2 hours ago
Monday, June 29, 2015
On living with Joy and Sadness
We got to see Inside Out, and everyone liked it but I think I did most of all. It has Pixar's usual mix of compelling characters, vivid imagery, clever dialogue and truly amusing moments, along with life lessons—and one of them really hit home.
Without giving too much away, the movie is about the emotions that rule you: Joy, Fear, Anger, Disgust and Sadness. An 11-year-old named Riley has to contend with them all when her family relocates to San Francisco from Minneapolis, Minnesota after her dad gets a new job.
One of the film's messages: Joy and Sadness can co-exist. It got me thinking about my journey with Max. I mean, yeah, the joy and sadness an 11-year-old experiences are wholly different than the kind the parent of a child with special needs grapples with, but like Riley I had to learn to co-exist with Sadness.
After Max was born there was mostly despair, which was even more upsetting. The birth of your first child is supposed to be one of the highlights of your life, only something unimaginable happened to Max and we didn't know what his future held. I'm usually a pretty upbeat person, and for the first time in my existence I struggled to lift myself up. I actually wasn't sure I'd ever be happy again, which sounds horrible to say but that's how down I was.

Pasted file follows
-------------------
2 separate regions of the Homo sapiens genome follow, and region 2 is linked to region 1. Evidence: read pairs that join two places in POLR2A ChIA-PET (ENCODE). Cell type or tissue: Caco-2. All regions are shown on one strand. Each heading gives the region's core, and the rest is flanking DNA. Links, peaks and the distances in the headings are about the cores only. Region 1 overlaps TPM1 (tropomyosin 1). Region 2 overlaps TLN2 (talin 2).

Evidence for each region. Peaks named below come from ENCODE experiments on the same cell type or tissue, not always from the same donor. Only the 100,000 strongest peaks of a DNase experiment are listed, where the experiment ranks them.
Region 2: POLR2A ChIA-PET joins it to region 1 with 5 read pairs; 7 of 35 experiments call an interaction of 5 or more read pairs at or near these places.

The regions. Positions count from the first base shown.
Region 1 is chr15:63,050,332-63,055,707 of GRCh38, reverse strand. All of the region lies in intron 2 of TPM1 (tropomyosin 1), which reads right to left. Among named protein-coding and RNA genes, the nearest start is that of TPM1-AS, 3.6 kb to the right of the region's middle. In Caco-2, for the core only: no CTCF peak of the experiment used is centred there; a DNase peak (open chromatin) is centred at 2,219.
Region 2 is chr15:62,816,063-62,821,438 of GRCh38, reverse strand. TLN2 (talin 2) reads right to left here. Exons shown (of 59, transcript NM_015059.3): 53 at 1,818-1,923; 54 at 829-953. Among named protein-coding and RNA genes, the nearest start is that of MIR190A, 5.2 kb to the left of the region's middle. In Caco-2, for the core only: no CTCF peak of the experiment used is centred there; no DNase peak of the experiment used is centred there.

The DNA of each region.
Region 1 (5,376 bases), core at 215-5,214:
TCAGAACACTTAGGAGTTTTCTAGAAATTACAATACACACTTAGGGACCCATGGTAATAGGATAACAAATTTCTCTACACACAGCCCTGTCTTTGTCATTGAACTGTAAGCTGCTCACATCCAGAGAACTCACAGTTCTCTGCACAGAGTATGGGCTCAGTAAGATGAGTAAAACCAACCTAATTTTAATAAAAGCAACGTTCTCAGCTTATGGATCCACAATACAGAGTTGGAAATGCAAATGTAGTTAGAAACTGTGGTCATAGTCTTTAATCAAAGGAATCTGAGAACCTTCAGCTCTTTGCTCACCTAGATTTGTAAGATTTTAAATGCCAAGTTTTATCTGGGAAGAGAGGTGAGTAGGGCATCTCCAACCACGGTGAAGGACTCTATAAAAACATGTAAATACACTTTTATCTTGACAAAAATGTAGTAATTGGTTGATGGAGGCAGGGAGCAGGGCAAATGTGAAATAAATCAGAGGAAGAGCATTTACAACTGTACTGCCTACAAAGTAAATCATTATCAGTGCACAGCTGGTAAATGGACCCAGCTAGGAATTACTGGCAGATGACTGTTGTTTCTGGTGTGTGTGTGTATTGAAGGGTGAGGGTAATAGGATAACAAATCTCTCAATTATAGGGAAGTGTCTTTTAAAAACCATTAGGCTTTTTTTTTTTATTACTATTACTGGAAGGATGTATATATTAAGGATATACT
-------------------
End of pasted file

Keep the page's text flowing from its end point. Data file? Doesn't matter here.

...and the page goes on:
I had to work at tapping into the joy.
Taking lots of photos of Max helped; there it was, his undeniable cuteness in color. I'd take long walks around the neighborhood to clear my mind (and get an endorphin rush). I saw a shrink to help get the grief out. Going on occasional getaways was perk-inducing, too. Dave and I have always loved to travel, and a long weekend in the Massachusetts Berkshires at a friend's home when Max was seven months old was just what we needed to escape—and get some perspective—on the realities at home.
The sadness diluted with time. As Max developed and so did I, I got stronger. I learned to deal with the pangs of heartbreak that cropped up, and still do. I realized that my anguish about what happened to Max and his resulting challenges had nothing to do with my faith in him, my hope for him or my love of him.
Max brings me so much joy. Those moments of sadness about his past heighten my awareness of his present. Because he is an awesome kid, and he is mine.
Posted by Ellen Seidman at 6:35 AM